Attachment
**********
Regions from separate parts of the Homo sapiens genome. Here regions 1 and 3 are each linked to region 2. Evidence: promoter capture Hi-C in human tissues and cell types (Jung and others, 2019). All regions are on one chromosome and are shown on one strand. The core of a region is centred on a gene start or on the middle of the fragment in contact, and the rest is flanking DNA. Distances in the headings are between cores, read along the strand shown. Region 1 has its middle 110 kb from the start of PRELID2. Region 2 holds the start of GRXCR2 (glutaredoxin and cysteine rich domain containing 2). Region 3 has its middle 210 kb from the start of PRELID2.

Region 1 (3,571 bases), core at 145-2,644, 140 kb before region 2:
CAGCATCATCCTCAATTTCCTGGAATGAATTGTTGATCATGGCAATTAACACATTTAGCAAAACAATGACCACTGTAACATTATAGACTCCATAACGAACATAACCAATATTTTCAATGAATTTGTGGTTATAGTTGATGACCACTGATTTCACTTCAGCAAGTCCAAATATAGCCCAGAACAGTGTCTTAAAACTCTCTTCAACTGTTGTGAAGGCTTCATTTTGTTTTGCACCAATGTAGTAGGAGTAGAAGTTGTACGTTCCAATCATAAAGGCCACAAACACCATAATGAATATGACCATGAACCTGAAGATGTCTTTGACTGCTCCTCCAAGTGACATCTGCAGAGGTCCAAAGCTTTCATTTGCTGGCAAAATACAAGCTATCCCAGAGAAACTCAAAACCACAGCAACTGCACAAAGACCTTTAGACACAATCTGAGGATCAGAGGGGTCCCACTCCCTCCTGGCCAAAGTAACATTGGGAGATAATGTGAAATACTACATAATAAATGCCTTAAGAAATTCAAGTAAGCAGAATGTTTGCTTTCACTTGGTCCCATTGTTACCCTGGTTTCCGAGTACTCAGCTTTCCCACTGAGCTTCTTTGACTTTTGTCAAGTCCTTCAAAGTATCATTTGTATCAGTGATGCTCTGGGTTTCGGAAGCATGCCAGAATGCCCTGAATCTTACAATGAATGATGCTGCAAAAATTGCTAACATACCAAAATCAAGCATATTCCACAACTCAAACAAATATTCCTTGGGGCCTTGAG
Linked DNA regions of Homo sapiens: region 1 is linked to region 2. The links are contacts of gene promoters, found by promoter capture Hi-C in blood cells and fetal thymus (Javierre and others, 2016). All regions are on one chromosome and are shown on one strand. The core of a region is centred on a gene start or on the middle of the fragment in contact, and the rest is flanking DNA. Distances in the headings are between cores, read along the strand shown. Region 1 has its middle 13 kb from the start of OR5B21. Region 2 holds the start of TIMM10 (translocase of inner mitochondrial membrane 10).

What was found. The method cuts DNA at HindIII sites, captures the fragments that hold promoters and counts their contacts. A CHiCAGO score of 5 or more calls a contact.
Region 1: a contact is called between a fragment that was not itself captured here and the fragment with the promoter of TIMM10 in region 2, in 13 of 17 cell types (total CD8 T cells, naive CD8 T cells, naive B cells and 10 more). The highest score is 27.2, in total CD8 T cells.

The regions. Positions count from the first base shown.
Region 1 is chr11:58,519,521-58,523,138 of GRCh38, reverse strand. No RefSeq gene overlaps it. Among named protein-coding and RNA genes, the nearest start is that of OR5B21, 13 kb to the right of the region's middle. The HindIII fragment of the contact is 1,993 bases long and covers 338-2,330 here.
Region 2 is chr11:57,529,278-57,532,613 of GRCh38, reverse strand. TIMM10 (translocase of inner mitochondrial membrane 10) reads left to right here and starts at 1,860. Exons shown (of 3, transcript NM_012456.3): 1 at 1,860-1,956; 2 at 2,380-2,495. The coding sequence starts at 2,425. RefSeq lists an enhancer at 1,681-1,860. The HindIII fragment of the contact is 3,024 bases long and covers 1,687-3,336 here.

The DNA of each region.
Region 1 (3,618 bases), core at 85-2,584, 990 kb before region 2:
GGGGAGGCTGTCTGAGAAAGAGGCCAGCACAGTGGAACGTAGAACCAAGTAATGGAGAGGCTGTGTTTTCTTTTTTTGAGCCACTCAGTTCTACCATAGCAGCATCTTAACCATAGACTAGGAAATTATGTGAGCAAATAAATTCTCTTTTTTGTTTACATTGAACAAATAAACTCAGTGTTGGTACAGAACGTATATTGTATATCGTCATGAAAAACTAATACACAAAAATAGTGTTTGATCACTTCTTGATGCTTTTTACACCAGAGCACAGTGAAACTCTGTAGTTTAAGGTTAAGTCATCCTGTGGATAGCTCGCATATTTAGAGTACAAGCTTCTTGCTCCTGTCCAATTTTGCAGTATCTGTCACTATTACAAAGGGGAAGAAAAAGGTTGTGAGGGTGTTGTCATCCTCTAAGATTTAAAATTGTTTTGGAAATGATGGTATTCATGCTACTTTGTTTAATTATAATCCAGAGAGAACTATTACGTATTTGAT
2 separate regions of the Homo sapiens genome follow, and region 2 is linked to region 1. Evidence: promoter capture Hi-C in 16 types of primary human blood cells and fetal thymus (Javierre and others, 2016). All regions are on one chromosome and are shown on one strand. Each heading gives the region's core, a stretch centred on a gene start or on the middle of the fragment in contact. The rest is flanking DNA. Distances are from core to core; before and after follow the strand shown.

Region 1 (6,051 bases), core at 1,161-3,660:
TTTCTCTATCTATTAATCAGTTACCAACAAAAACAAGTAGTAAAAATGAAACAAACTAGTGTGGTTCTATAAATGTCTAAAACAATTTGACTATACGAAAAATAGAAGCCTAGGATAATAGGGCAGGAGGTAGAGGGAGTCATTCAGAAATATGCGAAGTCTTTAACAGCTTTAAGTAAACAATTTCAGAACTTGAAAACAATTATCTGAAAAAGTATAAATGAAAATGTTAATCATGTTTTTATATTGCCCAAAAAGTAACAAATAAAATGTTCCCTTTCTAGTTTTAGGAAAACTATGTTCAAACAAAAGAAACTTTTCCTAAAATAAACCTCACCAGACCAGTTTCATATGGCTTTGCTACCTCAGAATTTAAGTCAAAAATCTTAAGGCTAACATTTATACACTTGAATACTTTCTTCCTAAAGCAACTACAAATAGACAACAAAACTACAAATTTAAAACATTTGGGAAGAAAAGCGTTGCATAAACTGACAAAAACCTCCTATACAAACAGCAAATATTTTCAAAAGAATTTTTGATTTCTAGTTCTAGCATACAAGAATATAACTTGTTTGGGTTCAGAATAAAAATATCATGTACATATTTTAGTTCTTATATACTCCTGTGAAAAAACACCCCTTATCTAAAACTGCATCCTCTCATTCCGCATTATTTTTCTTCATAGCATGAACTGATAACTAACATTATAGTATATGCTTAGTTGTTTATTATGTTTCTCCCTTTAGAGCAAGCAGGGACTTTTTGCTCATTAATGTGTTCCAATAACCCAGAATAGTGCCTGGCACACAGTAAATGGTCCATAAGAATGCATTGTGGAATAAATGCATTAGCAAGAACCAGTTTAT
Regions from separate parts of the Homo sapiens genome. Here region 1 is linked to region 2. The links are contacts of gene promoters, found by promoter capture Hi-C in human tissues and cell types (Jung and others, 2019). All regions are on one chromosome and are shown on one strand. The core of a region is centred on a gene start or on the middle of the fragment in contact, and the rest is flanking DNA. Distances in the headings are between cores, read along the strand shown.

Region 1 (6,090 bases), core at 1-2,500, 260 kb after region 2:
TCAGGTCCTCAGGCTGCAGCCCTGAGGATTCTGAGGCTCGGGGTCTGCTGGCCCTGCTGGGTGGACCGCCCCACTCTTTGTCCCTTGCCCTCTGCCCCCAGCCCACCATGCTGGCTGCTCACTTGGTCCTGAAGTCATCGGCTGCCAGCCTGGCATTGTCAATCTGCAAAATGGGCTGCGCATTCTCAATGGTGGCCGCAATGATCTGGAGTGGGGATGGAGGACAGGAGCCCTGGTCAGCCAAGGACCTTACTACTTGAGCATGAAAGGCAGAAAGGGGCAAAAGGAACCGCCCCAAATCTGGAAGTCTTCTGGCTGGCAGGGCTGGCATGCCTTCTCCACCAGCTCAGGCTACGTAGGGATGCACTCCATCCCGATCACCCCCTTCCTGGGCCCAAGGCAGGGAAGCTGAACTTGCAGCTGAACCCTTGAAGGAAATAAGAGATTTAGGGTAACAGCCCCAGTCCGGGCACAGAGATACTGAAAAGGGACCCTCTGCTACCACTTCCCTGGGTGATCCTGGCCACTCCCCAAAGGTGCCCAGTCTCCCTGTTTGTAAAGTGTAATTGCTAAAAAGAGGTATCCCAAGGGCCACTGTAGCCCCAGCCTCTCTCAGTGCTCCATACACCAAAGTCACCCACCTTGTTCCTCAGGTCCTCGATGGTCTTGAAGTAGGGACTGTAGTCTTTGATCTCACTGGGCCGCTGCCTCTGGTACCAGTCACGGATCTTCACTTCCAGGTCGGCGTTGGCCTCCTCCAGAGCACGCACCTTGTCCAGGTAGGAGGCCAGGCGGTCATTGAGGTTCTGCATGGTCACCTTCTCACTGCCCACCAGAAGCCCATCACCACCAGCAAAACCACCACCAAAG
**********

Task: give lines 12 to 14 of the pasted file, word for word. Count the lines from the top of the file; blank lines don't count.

GGGGAGGCTGTCTGAGAAAGAGGCCAGCACAGTGGAACGTAGAACCAAGTAATGGAGAGGCTGTGTTTTCTTTTTTTGAGCCACTCAGTTCTACCATAGCAGCATCTTAACCATAGACTAGGAAATTATGTGAGCAAATAAATTCTCTTTTTTGTTTACATTGAACAAATAAACTCAGTGTTGGTACAGAACGTATATTGTATATCGTCATGAAAAACTAATACACAAAAATAGTGTTTGATCACTTCTTGATGCTTTTTACACCAGAGCACAGTGAAACTCTGTAGTTTAAGGTTAAGTCATCCTGTGGATAGCTCGCATATTTAGAGTACAAGCTTCTTGCTCCTGTCCAATTTTGCAGTATCTGTCACTATTACAAAGGGGAAGAAAAAGGTTGTGAGGGTGTTGTCATCCTCTAAGATTTAAAATTGTTTTGGAAATGATGGTATTCATGCTACTTTGTTTAATTATAATCCAGAGAGAACTATTACGTATTTGAT
2 separate regions of the Homo sapiens genome follow, and region 2 is linked to region 1. Evidence: promoter capture Hi-C in 16 types of primary human blood cells and fetal thymus (Javierre and others, 2016). All regions are on one chromosome and are shown on one strand. Each heading gives the region's core, a stretch centred on a gene start or on the middle of the fragment in contact. The rest is flanking DNA. Distances are from core to core; before and after follow the strand shown.

Region 1 (6,051 bases), core at 1,161-3,660: